Twitter is Not Ruining Language, Schools Are

Twitter is Not Ruining Language, Schools Are

British actor and secret linguist Ralph Fiennes made headlines a couple weeks ago when he said that Twitter is ruining the English language.

Speaking at the British Film Institute London Film Festival, Fiennes — who has appeared in such movies as "Clash of the Titans" (he played Hades) and "Harry Potter" (Voldemort) — is blaming the erosion of the language on "a world of truncated sentences, soundbites, and Twitter."

Yeah, right. As if. Whatever, dude.

According to an article in Forbes Magazine, Fiennes told the audience, "Our expressiveness and our ease with some words is being diluted so that the sentence with more than one clause is a problem for us, and the word of more than two syllables is a problem for us."

Ask Ernest Hemingway about writing with short words and short sentences. It worked for one of America's greatest writers; it can work for the rest of us.

But I take issue with Fiennes' assertion. Twitter is no more responsible for the decline of language skills than television, music, and texting.

Er, that is, I mean, uhh — okay, TV, music, and texting have a lot to do with it. But not all. And not Twitter.

While I'm curious how and why Ralph Nathaniel Twisleton-Wykeham-Fiennes — yes, that is his real name, including Twisleton; I'm going to use it, because it has more than two syllables and I don't want to "dilute" his name — considers himself enough of an etymologist and linguist, as well as a social media expert, to know whether Twitter is having any effect on the language at all, I do agree that our language is undergoing a spine-shuddering evolution, equivalent to a tortoise suddenly growing wings.

(And if you're counting, that last paragraph contained 86 words, 10 clauses, three independent clauses, all contained in one sentence.)

But what especially irks me is that Ralph Twisleton-Wykeham-Fiennes, who says he does not use Twitter at all, blames Twitter for the language's decline. It's like a vegan telling you how to grill a steak.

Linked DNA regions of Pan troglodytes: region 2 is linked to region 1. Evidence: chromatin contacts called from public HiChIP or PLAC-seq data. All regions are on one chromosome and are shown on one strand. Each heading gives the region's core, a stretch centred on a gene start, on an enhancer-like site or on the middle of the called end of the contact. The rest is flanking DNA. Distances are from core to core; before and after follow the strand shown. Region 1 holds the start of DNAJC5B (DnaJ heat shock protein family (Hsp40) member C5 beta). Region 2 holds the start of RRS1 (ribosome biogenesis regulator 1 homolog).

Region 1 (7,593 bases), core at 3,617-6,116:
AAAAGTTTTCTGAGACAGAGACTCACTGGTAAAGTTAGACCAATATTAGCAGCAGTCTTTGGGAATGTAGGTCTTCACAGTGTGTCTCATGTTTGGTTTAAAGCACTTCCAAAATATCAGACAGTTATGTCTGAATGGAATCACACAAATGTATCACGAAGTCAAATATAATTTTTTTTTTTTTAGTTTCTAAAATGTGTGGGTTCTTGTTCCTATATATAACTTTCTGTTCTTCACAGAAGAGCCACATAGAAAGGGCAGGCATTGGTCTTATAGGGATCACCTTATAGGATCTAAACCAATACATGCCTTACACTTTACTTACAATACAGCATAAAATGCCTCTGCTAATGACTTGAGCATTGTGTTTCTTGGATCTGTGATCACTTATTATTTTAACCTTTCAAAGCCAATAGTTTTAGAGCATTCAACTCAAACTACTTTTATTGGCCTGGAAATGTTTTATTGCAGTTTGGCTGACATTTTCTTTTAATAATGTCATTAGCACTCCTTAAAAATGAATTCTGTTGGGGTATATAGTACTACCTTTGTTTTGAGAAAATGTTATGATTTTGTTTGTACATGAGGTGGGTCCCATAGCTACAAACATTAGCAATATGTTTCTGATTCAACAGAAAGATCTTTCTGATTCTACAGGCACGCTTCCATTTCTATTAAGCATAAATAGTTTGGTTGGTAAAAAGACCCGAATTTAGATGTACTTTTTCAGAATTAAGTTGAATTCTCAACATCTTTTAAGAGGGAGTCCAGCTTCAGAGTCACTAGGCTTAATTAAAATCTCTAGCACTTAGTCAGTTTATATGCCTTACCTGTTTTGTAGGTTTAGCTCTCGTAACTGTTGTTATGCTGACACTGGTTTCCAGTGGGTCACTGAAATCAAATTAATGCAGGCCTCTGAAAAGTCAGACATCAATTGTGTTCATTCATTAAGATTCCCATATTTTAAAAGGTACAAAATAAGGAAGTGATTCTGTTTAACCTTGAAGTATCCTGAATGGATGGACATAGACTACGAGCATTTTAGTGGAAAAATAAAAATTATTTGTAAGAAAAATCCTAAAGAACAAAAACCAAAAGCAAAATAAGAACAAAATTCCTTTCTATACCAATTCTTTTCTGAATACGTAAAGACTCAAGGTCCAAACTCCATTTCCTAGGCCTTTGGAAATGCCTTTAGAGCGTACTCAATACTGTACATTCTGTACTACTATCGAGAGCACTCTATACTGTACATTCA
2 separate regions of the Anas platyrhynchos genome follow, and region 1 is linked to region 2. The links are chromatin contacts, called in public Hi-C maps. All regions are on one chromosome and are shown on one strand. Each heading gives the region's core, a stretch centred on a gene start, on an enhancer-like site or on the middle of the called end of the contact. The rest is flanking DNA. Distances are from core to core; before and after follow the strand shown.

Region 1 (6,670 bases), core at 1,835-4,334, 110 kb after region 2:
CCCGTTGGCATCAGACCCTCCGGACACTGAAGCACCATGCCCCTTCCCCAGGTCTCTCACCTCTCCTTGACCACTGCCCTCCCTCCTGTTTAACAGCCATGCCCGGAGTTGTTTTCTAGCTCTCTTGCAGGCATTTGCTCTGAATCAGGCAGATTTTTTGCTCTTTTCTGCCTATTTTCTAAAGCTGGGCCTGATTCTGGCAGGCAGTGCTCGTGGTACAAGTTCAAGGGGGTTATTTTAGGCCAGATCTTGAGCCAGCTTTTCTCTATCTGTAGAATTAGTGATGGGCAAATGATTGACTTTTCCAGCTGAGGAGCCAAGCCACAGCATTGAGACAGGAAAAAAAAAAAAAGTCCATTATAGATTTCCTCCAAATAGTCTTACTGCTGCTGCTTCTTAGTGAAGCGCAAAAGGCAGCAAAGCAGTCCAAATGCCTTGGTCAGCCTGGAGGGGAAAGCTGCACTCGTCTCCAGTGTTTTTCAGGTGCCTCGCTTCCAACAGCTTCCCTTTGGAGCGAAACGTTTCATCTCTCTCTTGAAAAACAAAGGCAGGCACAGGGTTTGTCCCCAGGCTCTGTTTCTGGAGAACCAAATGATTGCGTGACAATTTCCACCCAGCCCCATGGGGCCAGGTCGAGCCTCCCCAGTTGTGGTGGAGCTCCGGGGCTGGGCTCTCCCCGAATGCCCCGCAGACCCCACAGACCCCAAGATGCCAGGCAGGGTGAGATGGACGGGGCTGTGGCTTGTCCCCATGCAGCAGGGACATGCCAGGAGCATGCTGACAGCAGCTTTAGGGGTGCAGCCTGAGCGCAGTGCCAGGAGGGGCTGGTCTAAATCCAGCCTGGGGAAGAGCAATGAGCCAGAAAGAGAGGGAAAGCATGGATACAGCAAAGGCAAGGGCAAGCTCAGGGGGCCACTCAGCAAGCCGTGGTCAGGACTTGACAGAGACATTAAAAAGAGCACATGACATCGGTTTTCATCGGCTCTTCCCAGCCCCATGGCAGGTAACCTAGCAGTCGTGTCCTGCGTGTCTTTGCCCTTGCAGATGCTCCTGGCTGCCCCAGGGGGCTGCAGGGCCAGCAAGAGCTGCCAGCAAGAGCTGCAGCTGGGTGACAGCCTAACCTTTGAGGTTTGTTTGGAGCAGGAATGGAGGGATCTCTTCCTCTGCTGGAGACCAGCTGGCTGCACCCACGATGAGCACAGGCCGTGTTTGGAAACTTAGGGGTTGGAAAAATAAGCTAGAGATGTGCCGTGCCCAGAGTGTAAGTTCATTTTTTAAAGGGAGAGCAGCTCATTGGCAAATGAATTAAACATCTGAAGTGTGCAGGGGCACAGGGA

Personally, I blame our educational system as a whole. We've put so much emphasis on math and science, thanks to No Child Left Behind, that reading takes a back seat to the left-brained subjects.

Twitter is not the problem, it's the twits who tied federal funding to school performance, which gave short shrift to students on one of the most important skills they'll need just to get along in life: a grasp of the English language.

I even blame the education system for continuing to foist grammar and language myths on unsuspecting students, like "never end your sentences with a preposition" or "don't split infinitives." Both rules were erroneously created by Latin scholars in the 1700s, and continue to be taught by schools what don't know no better.

Twisleton-Wykeham-Fiennes told his fellow actors and theatre folks, "you only have to look on Twitter to see evidence of the fact that a lot of English words that are used, say, in Shakespeare's plays or PG Wodehouse novels are so little used that people don't even know what they mean now."

Of course, Twisleton-Wykeham-Fiennes has never looked at Twitter, so it's not like he actually knows how, or even if, it's to blame. And from the research Mark Liberman, professor of linguistics at the University of Pennsylvania, has done, it looks like Twisleton-Wykeham-Fiennes doesn't have his Shakespeare or Wodehouse facts straight either.

According to the Forbes article, Liberman did some computerized text analysis of Shakespeare's "Hamlet," ten popular Wodehouse stories, and the 100 most recent tweets (at the time) from the Daily Pennsylvanian, Penn's student newspaper, and found some rather surprising results.

The average word length for Hamlet was 3.99 letters per word, 4.05 for Wodehouse's stories, and 4.8 for the Daily Pennsylvanian's tweets.

In other words, a bunch of Twitter-using college journalists who are trained to write short words and short sentences use bigger words than the authors Twisleton-Wykeham-Fiennes says we're all falling short of.

Frankly, it's an unfair comparison to begin with. Shakespeare is, well, Shakespeare. He's the bar that no one could ever hope to even come close to. P.G. Wodehouse, one of my favorite English authors, favors long, twisted sentences and complex words, but he too is one of England's greatest. It's like calling a high school baseball player a failure because he can't hit like Babe Ruth.

Saying that Twitter is ruining the English language is like saying actors who go into popular mainstream blockbuster films — like, say, Clash of the Titans and Harry Potter — are ruining the demand for, and appreciation of, great plays like, well, Shakespeare or Henrik Ibsen.

Of course, I've never acted, which apparently makes me completely qualified to make such a statement.

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